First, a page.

Causes of deaths resulting from maternal and fetal placental circulation pathology were 1) placental abruption, a clinical diagnosis supported by placental examination; 2) significant infarction in preterm cases, any placental infarction, and in term cases, extensive infarction (greater than 10%) of the placental area. Infarction as a cause was allocated if the percentage of infarctions in the parenchyma in relation to the weight of the placenta was regarded likely to cause death. In a term placenta of appropriate weight, at least 30% infarctions was regarded plausible to cause death.20 This is in accordance with others21; 3) fetal thrombotic vasculopathy, the presence of avascular villi (at least one focus of five or more villi), thrombosis in a vessel of the chorionic plate or stem villus, hemorrhagic endovasculitis, or intramural fibrin in a vessel of the chorionic plate or stem villus in the absence of umbilical cord blood flow restriction22,23; and 4) maternal floor infarct or massive perivillous fibrin deposition, extensive perivillous fibrin deposition, either predominantly basally located or diffusely distributed in at least 30% of the parenchyma.24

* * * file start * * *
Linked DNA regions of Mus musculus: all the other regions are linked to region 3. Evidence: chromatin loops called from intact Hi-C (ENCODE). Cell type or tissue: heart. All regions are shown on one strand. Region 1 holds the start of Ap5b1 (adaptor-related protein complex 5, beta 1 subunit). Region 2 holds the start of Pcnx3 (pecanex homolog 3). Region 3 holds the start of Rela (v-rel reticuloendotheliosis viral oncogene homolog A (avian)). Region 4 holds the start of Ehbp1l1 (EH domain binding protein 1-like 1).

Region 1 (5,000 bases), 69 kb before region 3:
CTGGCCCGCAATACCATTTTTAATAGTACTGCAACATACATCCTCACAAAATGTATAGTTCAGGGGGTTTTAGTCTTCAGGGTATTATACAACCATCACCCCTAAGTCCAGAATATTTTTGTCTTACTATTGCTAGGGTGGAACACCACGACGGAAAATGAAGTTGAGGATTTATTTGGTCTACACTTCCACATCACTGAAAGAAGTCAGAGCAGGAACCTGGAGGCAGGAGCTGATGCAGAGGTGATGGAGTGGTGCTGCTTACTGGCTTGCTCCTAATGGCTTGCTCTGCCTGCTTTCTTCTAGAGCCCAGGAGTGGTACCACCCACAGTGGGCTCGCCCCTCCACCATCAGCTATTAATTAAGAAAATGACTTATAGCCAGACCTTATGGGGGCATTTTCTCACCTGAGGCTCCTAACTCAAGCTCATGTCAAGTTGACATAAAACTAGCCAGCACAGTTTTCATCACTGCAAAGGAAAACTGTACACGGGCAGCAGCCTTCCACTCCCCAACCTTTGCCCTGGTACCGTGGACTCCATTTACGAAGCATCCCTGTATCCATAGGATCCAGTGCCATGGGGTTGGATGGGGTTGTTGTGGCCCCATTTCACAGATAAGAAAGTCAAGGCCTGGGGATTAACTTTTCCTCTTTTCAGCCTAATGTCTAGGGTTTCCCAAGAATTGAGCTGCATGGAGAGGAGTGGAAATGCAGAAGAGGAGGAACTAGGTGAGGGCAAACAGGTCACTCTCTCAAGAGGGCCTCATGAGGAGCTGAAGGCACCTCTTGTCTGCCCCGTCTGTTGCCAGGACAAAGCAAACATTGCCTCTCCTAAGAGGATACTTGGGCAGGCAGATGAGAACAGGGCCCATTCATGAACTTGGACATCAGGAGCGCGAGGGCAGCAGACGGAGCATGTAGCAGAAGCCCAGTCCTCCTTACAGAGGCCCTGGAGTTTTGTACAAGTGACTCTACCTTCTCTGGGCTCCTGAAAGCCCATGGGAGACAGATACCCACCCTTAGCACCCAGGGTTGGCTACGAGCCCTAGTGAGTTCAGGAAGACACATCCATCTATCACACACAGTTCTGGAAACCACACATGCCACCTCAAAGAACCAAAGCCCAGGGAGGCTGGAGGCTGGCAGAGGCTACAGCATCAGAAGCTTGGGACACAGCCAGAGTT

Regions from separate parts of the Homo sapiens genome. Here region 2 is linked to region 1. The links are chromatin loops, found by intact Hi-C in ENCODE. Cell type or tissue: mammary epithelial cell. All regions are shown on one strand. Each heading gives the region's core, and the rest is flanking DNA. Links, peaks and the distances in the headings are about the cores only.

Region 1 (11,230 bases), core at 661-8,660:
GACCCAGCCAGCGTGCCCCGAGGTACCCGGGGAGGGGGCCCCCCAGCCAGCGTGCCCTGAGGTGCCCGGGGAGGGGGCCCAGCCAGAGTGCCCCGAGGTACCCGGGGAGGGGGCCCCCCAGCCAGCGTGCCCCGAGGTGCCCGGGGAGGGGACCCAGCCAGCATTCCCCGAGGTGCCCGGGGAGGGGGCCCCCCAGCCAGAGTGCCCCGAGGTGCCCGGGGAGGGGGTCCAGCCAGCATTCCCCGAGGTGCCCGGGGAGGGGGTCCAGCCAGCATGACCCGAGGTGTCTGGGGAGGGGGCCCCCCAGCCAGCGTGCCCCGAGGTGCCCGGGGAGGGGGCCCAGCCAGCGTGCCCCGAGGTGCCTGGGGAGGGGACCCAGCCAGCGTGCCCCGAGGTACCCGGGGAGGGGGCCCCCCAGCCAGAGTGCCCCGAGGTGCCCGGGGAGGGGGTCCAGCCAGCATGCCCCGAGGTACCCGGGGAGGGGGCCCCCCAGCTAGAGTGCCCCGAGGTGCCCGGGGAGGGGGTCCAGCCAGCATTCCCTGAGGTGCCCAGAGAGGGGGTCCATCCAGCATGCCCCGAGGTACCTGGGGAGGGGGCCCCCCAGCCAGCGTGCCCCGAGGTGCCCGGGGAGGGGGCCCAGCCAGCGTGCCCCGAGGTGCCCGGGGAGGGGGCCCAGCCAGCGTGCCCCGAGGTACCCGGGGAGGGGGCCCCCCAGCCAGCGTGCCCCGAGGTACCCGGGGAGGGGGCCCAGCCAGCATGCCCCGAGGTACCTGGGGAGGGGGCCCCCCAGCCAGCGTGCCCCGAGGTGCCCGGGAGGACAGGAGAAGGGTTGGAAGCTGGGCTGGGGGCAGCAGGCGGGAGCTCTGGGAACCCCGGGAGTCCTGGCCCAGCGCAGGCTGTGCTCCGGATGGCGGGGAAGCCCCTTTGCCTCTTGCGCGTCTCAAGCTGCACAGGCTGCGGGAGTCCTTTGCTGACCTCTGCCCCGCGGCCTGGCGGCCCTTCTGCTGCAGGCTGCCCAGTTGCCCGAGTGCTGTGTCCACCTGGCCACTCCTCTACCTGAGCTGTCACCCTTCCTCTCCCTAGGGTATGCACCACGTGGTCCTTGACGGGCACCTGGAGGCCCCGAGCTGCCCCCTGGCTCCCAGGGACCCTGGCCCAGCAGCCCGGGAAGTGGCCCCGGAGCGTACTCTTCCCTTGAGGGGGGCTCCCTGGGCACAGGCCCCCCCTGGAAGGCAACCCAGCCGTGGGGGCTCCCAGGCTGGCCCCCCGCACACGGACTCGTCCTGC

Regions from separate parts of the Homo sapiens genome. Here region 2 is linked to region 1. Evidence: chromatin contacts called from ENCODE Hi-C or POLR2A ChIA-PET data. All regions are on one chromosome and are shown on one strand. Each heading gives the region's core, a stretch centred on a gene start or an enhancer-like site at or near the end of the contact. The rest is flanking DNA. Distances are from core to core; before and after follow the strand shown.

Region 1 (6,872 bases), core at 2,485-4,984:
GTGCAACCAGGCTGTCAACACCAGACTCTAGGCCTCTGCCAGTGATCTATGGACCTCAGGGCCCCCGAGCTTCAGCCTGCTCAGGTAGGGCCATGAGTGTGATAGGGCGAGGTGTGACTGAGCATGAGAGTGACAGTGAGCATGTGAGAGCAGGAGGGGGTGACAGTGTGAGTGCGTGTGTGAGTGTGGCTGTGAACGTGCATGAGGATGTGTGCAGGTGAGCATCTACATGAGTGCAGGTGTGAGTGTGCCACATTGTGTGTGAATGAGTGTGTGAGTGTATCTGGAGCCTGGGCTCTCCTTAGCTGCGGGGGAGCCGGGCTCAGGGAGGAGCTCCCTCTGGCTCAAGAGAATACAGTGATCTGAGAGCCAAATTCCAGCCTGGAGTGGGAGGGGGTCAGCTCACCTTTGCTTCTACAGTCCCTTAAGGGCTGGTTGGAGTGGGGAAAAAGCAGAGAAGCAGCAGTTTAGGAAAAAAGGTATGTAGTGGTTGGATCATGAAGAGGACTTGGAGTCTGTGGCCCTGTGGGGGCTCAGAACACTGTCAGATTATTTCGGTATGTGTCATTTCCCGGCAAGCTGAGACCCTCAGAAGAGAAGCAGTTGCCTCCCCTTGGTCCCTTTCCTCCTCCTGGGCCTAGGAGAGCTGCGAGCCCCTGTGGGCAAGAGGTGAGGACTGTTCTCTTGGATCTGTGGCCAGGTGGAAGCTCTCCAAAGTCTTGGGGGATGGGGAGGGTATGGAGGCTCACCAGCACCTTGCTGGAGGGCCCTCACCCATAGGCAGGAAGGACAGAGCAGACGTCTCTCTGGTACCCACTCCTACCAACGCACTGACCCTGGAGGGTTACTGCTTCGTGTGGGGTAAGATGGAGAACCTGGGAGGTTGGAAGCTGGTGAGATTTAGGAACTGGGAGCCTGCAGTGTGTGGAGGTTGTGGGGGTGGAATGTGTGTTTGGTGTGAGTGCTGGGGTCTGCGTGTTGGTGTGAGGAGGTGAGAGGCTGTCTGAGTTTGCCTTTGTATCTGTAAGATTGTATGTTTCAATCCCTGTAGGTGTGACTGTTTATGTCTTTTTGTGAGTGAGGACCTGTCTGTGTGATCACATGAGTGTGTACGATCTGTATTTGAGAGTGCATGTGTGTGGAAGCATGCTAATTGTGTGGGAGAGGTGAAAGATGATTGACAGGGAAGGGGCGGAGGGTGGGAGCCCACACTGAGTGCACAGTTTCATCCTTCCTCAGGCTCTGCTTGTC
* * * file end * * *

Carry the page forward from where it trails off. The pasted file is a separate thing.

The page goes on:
Other categories of placental pathology were placental hypoplasia, an absolute too-low placenta weight (less than the 10th percentile), a too-low placenta or birth weight ratio, or both25 and other placental pathology such as villus immaturity and umbilical cord complications.